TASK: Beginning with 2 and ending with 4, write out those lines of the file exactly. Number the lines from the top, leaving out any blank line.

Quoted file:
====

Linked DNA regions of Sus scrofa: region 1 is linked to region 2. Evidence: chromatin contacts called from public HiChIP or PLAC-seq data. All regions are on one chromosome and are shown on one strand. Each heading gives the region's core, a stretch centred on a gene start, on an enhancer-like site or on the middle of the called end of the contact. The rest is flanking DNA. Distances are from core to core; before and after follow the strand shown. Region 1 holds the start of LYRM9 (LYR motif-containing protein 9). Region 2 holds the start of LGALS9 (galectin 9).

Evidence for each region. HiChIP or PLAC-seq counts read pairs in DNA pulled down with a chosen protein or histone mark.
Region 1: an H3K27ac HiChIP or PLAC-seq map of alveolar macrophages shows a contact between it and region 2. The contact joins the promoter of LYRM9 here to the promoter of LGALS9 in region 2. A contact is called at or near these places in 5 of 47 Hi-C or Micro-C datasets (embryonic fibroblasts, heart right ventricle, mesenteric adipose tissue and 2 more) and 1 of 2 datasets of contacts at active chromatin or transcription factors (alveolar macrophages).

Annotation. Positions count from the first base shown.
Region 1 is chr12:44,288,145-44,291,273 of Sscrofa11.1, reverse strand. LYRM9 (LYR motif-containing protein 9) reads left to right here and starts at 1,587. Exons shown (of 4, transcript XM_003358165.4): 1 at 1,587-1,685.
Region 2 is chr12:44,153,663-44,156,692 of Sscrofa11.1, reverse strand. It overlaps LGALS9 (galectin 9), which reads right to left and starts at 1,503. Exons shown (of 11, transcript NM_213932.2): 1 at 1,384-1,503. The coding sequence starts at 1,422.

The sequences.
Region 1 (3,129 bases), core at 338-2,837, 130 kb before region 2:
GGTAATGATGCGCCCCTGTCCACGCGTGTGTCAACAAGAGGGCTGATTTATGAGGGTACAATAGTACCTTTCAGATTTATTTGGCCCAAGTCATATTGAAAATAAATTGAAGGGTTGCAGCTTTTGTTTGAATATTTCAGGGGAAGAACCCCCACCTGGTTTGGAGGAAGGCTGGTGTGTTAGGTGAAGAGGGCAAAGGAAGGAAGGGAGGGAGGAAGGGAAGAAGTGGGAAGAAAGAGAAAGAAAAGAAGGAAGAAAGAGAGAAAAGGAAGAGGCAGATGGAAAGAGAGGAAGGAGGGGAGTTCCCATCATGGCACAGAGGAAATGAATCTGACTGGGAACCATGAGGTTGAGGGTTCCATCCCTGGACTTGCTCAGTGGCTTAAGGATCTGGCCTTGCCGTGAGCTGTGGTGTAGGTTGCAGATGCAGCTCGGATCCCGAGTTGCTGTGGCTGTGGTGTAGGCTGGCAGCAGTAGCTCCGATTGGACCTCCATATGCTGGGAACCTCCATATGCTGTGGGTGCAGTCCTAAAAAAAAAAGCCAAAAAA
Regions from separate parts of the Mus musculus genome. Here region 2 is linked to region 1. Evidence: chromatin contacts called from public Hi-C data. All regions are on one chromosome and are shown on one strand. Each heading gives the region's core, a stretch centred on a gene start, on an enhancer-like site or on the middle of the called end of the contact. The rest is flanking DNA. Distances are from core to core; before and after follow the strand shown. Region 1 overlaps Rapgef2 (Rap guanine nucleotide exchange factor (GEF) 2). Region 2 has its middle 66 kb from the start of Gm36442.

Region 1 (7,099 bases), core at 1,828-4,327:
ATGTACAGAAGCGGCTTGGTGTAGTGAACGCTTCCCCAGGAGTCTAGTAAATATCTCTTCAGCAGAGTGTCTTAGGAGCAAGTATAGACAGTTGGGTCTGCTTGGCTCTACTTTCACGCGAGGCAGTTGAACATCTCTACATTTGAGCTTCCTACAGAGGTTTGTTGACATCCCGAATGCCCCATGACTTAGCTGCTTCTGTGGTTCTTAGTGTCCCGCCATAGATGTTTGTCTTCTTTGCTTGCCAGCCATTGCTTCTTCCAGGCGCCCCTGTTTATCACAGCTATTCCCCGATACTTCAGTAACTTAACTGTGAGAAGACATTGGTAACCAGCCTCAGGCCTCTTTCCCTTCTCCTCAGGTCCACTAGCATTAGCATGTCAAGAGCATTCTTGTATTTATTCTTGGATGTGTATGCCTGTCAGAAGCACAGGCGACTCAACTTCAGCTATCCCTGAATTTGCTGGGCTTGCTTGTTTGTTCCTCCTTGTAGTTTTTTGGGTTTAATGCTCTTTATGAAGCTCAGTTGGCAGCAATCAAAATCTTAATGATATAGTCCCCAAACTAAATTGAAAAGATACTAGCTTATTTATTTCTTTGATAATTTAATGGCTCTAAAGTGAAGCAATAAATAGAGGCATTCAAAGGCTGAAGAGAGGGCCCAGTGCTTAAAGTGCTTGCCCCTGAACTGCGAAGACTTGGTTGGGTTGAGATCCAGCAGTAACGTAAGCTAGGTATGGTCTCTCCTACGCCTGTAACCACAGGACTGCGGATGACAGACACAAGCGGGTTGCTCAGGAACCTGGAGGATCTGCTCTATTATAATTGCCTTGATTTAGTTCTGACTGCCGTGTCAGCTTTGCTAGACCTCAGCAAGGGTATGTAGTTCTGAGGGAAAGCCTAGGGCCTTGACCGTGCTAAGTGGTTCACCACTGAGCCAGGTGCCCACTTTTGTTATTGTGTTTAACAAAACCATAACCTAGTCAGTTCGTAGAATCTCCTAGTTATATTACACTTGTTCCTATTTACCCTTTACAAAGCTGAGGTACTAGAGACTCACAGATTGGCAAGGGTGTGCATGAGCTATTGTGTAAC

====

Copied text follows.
Evidence for each region. HiChIP or PLAC-seq counts read pairs in DNA pulled down with a chosen protein or histone mark.
Region 1: an H3K27ac HiChIP or PLAC-seq map of alveolar macrophages shows a contact between it and region 2. The contact joins the promoter of LYRM9 here to the promoter of LGALS9 in region 2. A contact is called at or near these places in 5 of 47 Hi-C or Micro-C datasets (embryonic fibroblasts, heart right ventricle, mesenteric adipose tissue and 2 more) and 1 of 2 datasets of contacts at active chromatin or transcription factors (alveolar macrophages).

Annotation. Positions count from the first base shown.